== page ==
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For banks in cyber heist, how to get their money back?

Banks cyber heist

While details of what happened are still sketchy, experts said the banks could bring claims against the processing companies in court.


May 12, 2013 4:33 by

Because the sums were large and such attacks are relatively new, the two Middle East banks hit in a $45 million ATM heist face an uncertain path in trying to recover their losses, financial, insurance and legal experts say.

Oman-based Bank of Muscat lost $40 million and United Arab Emirates-based National Bank of Ras Al Khaimah PSC (RAKBANK) lost $5 million in the global heist, U.S. prosecutors said on Thursday. Hackers gained access through third-party companies that processed transactions for prepaid debit cards issued by the banks, the prosecutors said.

While details of what happened are still sketchy, experts said the banks could bring claims against the processing companies in court, or they could file claims with their own and the processing companies’ insurers.

“There’s no hard and fast rule,” said Dan Karson, the Americas chairman of Kroll Advisory Solutions. “We’re in very much a new cybersphere of finance, and allocating liability is still very much evolving.”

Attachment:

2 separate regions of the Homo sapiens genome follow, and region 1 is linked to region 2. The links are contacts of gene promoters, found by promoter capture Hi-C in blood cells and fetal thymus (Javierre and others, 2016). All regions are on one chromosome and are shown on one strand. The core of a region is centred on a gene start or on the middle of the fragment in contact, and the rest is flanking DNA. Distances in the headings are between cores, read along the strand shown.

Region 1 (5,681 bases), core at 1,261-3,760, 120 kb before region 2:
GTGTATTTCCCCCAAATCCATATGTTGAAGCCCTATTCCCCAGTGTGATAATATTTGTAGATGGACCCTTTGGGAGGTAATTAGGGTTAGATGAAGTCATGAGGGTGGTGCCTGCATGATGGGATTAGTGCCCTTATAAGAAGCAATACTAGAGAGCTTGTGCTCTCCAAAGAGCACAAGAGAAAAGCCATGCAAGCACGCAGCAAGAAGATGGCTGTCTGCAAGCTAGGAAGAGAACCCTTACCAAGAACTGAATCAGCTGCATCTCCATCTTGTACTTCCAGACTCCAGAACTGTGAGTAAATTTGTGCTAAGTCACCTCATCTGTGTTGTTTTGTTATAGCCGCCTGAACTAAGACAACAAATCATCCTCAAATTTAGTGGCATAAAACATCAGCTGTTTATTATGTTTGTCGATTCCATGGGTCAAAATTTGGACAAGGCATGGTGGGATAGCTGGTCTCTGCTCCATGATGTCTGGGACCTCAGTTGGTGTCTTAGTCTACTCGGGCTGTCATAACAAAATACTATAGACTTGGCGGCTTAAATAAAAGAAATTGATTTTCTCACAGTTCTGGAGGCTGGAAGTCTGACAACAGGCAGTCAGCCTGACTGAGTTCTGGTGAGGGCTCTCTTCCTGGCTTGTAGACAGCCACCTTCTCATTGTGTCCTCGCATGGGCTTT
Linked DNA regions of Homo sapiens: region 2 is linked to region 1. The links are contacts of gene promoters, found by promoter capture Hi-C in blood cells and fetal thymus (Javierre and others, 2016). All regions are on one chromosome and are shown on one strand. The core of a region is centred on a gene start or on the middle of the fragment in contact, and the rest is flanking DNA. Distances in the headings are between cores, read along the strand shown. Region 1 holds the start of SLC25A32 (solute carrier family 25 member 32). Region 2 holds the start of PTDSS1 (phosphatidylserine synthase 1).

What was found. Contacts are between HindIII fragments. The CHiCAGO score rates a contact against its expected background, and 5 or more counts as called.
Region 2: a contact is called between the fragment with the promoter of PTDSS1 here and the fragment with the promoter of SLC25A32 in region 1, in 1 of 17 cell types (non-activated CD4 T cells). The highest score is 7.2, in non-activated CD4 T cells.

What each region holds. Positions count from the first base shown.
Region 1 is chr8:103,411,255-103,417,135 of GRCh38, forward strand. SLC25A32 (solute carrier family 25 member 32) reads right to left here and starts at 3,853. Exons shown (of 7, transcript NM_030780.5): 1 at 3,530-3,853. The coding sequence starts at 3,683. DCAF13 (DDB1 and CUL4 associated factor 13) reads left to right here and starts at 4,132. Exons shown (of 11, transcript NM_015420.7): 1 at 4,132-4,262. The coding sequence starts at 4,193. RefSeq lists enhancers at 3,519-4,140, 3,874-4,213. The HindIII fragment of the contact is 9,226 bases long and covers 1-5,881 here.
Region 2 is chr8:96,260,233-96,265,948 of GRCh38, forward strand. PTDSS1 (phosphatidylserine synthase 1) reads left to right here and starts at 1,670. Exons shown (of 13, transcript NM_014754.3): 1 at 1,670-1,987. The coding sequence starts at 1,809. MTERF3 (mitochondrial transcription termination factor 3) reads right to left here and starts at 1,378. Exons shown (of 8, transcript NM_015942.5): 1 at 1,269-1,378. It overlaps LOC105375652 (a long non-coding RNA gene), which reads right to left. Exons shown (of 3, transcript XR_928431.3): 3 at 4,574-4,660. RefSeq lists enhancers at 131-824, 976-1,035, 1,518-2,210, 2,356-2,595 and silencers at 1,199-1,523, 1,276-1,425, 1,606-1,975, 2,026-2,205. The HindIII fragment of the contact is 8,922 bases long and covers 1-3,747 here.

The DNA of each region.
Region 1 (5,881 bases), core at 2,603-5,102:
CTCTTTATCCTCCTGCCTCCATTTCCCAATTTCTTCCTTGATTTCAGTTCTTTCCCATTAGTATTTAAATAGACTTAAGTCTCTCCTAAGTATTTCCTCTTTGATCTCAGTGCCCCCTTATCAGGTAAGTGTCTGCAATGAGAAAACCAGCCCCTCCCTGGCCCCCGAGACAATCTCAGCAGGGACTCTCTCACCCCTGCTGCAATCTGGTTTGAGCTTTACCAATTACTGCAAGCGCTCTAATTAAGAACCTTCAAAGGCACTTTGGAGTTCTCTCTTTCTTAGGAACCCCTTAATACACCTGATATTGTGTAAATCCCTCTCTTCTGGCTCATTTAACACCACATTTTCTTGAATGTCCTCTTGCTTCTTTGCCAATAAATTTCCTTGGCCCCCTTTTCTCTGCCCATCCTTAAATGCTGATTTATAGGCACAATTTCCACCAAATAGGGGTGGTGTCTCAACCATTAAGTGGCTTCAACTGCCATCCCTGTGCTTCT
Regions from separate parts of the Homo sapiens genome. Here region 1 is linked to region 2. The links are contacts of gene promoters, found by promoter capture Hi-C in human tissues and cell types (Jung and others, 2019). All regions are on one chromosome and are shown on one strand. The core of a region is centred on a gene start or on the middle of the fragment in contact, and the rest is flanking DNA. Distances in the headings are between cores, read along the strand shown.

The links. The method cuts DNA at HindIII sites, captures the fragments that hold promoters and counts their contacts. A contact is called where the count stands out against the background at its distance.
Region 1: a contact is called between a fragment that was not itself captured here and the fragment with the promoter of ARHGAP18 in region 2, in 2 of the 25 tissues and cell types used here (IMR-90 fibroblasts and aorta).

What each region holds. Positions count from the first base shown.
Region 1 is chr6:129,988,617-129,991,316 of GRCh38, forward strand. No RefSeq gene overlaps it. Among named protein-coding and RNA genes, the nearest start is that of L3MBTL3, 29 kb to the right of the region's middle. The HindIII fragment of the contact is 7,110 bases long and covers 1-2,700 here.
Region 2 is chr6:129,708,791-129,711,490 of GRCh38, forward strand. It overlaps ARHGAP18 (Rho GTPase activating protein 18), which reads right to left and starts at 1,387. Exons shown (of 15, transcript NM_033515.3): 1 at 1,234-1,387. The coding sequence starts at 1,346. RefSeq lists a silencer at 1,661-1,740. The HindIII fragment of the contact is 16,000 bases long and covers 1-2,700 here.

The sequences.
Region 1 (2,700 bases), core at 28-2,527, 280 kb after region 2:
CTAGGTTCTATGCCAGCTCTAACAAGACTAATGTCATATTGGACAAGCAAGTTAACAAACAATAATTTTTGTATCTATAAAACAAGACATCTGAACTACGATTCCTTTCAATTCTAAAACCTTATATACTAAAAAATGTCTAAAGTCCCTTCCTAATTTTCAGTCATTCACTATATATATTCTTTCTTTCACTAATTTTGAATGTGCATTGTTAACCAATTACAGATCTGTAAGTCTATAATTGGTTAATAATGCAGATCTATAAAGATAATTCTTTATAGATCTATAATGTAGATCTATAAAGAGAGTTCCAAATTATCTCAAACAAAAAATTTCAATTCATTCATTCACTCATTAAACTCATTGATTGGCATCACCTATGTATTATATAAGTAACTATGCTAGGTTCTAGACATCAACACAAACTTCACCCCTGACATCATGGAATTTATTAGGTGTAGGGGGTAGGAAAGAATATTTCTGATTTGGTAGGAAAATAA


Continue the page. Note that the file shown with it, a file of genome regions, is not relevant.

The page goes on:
Any claims by banks against the processing companies would depend on the contracts between the two parties, Karson and other experts said. Those contracts include industry security standards, which are required by the major credit card payment networks, in this case MasterCard.

In most security breach cases, the processing company in question did not fully comply with the standards, said Doug Johnson, vice president for risk management policy at the American Bankers Association.

However, even if the processor failed to comply with security standards, banks may still be unable to get back their money. That is because the contracts between processors and banks, under terms set by credit card companies like MasterCard or Visa, typically limit the processor’s liability.

“They can’t make everybody whole, or they’ll be out of business,” said Michael Klaschka of Integro Insurance Brokers, which has many financial institutions as clients. “The bank may have very little recourse against thecredit card processor.”

In the hit against Bank of Muscat, the processor is enStage Inc, based in Cupertino, California, a source close to the Bank of Muscat said. Bank of Muscat has not commented on the attack.

Officials at enStage did not respond to requests for comment on Saturday. EnStage CEO Govind Setlur said in a statement in the Times of India his company had implemented security enhancements since the attack.

In the RAKBANK case, the processor is India’s ElectraCard Services, according to people familiar with the situation. RAKBANK has not confirmed that ElectraCard Services is the payment processor and ElectraCard Services has not commented.

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